Want to know who's going to win Tuesday? Each race has its own unique elements, of course. But there are a few factors that will weigh heavily on which political party's candidates will fare best in California. Watch for the following five trends on election day:
Turnout--Most experts predict a turnout in the range of 45 percent. The more the turnout extends beyond that percentage, the more likely the Democrats will benefit.
The more turnout dips below 45 percent, the more likely the Republicans will prevail. Why? Republicans tend to vote with greater regularity than Democrats. At the same time, Democrats outnumber Republicans by a margin of 44 percent to 31 percent. If Democrats come out in high numbers, Republicans will be in trouble. If Democrats stay home, Republicans will thrive.
Independent Voters--Independents are notoriously unpredictable and fickle. They account for about 20 percent of the vote in California and are extremely important to Republicans. Because they own a smaller percent of the electorate, Republicans
need to capture about 60 percent of the Independent vote to make up the difference.
If that happens, it could be good news for Meg Whitman, Carly Fiorina and others of their party down the line.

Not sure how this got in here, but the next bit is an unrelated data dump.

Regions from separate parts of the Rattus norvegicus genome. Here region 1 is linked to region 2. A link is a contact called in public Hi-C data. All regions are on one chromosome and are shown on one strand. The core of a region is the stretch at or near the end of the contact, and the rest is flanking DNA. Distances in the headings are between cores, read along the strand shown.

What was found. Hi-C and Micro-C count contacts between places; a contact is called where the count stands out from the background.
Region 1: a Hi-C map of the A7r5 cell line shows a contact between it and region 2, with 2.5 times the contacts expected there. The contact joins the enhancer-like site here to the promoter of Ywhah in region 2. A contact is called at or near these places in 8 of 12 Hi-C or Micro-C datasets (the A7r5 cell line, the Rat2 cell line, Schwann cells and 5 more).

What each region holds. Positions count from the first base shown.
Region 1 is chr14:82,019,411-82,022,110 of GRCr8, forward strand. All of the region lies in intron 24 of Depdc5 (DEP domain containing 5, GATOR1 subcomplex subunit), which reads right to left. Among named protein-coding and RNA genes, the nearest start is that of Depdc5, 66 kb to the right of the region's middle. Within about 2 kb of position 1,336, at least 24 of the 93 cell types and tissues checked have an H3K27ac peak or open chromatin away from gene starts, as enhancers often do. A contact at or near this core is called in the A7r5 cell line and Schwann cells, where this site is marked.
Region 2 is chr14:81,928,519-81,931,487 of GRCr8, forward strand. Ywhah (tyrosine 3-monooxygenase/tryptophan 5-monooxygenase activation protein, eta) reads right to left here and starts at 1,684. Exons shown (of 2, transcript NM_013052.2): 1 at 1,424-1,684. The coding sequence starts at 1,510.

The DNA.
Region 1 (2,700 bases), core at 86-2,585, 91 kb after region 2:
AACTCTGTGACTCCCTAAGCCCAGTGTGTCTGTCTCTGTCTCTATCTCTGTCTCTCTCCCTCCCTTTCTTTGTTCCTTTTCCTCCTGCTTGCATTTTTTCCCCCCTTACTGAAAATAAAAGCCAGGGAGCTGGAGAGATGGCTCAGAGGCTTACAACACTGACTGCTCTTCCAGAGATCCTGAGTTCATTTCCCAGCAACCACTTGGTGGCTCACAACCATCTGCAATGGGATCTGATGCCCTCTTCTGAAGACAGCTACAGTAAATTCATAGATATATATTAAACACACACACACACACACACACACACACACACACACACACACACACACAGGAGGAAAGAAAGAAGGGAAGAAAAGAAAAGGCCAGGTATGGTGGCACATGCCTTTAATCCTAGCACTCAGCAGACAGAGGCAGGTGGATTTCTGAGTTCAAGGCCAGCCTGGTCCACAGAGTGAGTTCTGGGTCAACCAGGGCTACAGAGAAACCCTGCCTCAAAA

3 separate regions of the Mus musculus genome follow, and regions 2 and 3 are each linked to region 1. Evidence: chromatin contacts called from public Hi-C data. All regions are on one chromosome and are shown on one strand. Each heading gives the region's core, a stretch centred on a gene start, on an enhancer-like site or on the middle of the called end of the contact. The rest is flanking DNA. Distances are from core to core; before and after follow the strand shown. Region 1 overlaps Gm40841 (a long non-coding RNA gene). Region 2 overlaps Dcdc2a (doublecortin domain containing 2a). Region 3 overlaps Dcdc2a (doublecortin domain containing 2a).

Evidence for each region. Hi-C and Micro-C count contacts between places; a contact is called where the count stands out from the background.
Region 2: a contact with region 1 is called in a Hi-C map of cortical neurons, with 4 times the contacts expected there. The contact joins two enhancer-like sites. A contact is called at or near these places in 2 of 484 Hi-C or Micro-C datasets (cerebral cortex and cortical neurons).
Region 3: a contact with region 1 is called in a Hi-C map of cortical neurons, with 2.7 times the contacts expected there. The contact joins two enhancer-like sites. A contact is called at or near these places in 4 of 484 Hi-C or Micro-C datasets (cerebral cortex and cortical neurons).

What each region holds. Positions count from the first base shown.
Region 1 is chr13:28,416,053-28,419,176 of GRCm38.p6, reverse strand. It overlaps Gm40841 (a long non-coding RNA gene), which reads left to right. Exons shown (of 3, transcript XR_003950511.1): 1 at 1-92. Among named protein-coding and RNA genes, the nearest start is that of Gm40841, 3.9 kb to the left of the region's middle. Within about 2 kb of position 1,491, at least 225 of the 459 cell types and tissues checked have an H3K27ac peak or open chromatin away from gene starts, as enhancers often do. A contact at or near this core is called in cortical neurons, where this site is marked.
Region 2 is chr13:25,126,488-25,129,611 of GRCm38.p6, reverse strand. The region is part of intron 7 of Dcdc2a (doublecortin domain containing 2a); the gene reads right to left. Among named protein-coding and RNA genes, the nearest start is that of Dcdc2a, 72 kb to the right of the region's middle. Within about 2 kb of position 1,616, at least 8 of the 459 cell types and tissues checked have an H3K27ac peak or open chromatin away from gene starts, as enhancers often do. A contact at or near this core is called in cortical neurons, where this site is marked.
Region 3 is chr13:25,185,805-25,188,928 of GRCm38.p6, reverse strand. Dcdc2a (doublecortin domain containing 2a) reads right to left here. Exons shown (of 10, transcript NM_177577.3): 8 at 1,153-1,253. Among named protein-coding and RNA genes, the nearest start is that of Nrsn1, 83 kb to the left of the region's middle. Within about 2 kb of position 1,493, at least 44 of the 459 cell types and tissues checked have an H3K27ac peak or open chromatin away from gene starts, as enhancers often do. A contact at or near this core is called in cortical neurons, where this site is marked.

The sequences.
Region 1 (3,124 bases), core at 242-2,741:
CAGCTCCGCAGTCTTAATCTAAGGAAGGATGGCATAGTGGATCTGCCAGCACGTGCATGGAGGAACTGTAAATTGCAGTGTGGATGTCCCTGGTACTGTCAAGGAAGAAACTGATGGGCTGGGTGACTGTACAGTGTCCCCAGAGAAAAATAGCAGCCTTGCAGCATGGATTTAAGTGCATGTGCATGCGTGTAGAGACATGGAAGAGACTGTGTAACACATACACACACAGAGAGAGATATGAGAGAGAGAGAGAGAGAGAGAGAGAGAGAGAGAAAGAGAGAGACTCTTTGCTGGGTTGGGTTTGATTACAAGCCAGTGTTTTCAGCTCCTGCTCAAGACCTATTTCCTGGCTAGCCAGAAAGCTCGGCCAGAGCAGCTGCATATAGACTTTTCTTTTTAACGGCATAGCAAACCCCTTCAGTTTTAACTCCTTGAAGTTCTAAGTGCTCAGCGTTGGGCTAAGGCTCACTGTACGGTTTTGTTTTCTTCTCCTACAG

The Latino Vote--Although 38 percent of the state's population, Latinos will comprise about 20 percent of the vote on November 2nd--the largest percentage ever recorded. Of late, Latinos have voted disproportionately with the Democrats, but only a month ago, polls showed that Latinos were fairly evenly divided. In the most recent surveys, Latinos are swinging to the Democrats by a margin of at least two-to-one, and perhaps more. Should this trend continue, this outcome could be beneficial to Jerry Brown, Barbara Boxer and others of their party seeking elective office.
A Last Minute Gaffe--Even with the huge growth of mail-in ballots, about half the voters will cast their ballots on election day. An unexpected faux pax between now and then could change everything. Already we've seen both major candidates for governor land in hot water, but at this late date there will be no time to rehabilitate and put distance between any unexpected event and the election. In a close race, the last 48 hours can be fraught with danger.
National Trends--Voters in the west are among the last to weigh in with their ballots. Most will vote late in the day, after the polls have closed in the eastern two-thirds of the nation. If the Republicans surge there beyond expectations, that outcome may discourage Democrats here. If Democrats keep more seats than previously expected, that hope may discourage Republicans who have not yet voted here.
There you have it. Keep your eyes on these five elements and you may know well in advance of the 8 PM close how your candidates are doing. And even if you're not paying attention, you can bet that the various campaigns will be, that's for sure.